HIV Malignancy Study
The Characteristics of HIV-positive Adults with and without Diagnoses of Malignancy Attending Three HIV Clinics in Sydney, Australia
Since the start of HIV/AIDS in early 1980s, HIV-positive adults have been recognised to be at increased risk of malignancy in comparison to the general population. During the pre-HAART era, AIDS-defining conditions, including malignancies such as Kaposi sarcoma, non-Hodgkin's lymphoma, and cervical cancer, contributed significantly to morbidity and mortality; however, the introduction of HAART in the mid 1990s has significantly reduced this burden, with the emergence of non-AIDS defining malignancies as major causes of morbidity and mortality.
This study aims to describe such an evolving and changing spectrum of malignancies over the entire period of the epidemic (1980-2009). It aims also to characterise the demographic, immunologic, and clinical features of HIV-positive adults with malignancy.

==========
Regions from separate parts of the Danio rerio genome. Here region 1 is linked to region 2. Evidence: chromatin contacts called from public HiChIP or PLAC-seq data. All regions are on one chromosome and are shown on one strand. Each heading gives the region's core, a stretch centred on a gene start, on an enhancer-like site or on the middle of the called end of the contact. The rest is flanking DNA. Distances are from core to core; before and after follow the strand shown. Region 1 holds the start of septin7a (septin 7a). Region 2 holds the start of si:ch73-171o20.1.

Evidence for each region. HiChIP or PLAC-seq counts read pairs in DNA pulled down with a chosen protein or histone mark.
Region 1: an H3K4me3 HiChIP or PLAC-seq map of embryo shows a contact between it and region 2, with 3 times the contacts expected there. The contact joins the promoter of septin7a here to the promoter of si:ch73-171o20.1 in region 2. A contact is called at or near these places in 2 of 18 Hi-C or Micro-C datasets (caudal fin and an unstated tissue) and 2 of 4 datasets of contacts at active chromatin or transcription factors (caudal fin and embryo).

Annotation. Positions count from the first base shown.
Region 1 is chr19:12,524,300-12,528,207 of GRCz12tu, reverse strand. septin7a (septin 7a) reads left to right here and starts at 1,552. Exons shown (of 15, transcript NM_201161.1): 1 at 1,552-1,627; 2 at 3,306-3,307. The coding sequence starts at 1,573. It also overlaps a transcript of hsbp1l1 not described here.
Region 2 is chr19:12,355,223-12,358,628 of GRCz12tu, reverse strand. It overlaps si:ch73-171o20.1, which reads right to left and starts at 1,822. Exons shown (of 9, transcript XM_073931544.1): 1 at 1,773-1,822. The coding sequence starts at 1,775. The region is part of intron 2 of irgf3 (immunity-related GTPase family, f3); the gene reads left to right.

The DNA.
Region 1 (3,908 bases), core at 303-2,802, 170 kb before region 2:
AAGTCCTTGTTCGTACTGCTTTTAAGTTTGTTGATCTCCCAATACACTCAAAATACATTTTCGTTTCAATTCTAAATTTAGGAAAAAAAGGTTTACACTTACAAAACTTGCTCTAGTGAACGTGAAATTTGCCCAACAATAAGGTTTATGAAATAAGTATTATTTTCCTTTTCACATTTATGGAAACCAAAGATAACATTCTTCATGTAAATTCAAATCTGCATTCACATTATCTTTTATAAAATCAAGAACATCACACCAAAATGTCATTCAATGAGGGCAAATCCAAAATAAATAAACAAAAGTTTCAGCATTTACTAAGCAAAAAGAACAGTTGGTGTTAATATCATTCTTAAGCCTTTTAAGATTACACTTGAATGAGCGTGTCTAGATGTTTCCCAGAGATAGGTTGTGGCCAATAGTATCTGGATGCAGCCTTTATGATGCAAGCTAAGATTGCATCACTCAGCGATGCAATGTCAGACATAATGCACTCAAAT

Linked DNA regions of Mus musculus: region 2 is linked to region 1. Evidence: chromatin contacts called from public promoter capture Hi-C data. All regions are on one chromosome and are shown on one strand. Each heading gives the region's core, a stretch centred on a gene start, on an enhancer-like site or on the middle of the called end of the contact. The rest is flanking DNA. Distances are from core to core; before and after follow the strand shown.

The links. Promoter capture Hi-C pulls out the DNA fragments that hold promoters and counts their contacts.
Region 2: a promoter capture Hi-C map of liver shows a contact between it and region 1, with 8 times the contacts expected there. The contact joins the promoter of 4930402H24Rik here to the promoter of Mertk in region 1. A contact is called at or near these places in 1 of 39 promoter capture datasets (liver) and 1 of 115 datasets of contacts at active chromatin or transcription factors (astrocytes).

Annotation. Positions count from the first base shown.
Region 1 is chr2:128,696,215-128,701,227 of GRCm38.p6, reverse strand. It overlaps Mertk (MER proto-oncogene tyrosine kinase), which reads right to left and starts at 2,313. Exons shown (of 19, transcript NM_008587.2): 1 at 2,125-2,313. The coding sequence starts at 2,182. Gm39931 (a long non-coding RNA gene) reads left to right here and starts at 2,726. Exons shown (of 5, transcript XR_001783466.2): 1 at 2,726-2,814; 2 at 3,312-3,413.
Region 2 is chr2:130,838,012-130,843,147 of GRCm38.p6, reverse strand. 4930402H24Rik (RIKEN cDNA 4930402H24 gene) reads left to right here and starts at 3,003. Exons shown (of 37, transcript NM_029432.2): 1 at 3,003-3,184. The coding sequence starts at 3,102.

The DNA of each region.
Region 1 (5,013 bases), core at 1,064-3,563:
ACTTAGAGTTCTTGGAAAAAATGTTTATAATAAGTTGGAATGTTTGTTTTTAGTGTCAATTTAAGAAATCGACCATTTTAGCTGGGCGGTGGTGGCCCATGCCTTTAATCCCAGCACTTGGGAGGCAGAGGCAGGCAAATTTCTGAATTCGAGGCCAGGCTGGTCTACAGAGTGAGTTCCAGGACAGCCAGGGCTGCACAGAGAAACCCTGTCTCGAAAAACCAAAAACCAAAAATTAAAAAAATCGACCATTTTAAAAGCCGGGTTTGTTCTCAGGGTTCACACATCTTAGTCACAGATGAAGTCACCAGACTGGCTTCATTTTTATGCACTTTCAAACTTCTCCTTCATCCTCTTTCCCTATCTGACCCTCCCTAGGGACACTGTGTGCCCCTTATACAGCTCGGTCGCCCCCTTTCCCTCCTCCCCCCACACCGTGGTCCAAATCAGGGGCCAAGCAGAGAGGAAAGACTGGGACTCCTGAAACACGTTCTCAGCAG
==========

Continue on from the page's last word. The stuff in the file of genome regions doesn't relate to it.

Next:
For more information about this study, Nader can be contacted via:
Dr Nader Shalaka
Nader Shalaka is an International Medical Graduate (IMG) who has completed his Bachelors Degree in Medicine and Surgery (MB ChB) at Alfateh University, Tripoli, Libya. In 2008 Nader was granted a scholarship for postgraduate study in Medicine, and in 2009 he completed a Masters Degree in Medicine (Infection and Immunity) at The University of Sydney.
During his Masters course, Nader became interested in HIV infection and the link between immuosuppression and the risk of cancer. He is currently undertaking an MPhil in HIV-related cancers.